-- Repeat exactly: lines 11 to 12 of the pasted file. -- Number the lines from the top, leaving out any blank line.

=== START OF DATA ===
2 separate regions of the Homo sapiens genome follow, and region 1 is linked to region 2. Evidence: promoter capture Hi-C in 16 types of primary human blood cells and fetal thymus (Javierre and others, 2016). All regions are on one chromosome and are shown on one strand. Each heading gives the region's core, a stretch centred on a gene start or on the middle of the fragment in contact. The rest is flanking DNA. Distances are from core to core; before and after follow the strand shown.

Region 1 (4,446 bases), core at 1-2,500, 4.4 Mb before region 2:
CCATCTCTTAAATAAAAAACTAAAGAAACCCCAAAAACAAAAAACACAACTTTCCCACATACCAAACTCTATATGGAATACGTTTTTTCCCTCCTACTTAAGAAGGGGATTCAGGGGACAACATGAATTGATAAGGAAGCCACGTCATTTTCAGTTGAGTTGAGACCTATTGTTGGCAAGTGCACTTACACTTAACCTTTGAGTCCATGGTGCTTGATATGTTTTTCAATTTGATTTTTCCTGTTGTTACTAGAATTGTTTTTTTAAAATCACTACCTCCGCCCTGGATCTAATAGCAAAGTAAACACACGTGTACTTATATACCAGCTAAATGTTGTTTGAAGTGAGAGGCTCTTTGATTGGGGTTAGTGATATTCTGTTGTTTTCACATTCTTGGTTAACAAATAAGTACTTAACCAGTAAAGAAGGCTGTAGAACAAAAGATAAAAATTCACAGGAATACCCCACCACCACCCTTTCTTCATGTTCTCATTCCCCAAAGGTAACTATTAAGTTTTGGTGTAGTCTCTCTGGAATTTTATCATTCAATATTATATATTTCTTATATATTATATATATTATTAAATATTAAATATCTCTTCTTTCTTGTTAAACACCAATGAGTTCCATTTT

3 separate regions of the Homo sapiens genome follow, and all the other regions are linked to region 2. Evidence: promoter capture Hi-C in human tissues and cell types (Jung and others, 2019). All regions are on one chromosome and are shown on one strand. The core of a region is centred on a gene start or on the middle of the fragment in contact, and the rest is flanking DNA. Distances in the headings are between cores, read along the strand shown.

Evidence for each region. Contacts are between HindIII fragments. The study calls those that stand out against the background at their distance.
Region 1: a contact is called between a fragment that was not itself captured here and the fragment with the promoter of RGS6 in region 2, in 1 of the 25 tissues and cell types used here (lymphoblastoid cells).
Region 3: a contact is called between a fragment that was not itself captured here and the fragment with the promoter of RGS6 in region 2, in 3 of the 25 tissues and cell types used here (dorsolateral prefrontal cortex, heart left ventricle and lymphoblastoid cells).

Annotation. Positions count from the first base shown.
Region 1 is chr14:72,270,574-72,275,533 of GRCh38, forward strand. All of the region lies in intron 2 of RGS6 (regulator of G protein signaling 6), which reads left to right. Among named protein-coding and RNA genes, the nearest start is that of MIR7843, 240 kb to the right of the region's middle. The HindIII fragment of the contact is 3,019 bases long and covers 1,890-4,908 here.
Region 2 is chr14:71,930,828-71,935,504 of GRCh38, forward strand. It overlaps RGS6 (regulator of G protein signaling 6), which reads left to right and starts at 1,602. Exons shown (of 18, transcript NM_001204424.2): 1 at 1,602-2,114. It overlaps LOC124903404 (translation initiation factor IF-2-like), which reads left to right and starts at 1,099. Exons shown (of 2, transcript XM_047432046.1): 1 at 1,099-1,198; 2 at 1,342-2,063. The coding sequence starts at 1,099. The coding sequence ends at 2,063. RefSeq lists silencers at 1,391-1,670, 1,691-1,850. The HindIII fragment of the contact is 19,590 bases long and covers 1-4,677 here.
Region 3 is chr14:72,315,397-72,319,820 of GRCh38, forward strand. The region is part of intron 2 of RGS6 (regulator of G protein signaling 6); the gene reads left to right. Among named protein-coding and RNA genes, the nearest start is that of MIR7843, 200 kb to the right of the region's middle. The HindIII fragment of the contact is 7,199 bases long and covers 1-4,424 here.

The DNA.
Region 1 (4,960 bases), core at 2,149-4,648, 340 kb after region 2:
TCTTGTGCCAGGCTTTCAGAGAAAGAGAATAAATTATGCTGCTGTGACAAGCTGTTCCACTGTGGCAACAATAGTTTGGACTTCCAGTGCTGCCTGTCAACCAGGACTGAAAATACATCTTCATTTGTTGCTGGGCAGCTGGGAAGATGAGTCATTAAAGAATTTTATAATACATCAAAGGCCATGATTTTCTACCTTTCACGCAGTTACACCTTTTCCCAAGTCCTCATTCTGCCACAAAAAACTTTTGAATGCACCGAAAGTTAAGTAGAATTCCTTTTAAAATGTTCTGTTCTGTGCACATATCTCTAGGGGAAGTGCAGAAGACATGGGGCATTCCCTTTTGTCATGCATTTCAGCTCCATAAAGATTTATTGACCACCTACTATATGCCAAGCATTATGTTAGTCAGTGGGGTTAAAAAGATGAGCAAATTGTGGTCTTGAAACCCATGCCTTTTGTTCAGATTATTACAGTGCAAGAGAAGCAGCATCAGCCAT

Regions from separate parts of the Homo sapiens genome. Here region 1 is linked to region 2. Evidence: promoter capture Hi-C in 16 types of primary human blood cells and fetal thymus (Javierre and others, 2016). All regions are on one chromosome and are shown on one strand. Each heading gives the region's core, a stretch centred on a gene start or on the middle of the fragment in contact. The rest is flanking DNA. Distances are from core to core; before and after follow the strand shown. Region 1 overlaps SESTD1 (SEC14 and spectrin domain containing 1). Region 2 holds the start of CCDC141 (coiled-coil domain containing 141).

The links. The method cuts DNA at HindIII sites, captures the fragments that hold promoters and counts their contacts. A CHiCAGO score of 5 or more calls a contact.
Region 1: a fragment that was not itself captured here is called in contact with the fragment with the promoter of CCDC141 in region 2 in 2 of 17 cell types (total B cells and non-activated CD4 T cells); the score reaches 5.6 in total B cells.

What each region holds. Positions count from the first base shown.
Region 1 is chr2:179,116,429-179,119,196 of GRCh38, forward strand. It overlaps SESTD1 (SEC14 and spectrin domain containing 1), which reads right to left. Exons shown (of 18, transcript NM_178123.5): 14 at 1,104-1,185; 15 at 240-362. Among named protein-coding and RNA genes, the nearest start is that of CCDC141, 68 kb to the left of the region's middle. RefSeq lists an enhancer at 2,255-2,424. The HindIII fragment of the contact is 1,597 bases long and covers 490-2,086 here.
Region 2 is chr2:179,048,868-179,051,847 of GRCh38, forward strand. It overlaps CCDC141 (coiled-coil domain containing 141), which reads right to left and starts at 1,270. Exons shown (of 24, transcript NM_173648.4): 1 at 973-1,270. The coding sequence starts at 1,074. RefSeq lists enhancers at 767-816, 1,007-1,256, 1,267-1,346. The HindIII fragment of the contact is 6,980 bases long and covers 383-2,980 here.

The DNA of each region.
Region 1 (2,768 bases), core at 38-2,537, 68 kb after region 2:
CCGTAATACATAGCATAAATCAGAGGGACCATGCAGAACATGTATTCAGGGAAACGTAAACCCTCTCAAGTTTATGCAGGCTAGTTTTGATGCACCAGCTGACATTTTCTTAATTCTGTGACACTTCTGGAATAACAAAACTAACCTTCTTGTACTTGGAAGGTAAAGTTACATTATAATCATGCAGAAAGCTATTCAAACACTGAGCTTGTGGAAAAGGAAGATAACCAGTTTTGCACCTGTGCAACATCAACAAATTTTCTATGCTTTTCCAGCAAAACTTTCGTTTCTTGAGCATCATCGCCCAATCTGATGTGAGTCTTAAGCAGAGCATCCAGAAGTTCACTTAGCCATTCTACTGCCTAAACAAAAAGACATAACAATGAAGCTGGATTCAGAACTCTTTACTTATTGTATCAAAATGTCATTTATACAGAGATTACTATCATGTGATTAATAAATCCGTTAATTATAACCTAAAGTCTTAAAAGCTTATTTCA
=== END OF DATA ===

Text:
Region 3 is chr14:72,315,397-72,319,820 of GRCh38, forward strand. The region is part of intron 2 of RGS6 (regulator of G protein signaling 6); the gene reads left to right. Among named protein-coding and RNA genes, the nearest start is that of MIR7843, 200 kb to the right of the region's middle. The HindIII fragment of the contact is 7,199 bases long and covers 1-4,424 here.

The DNA.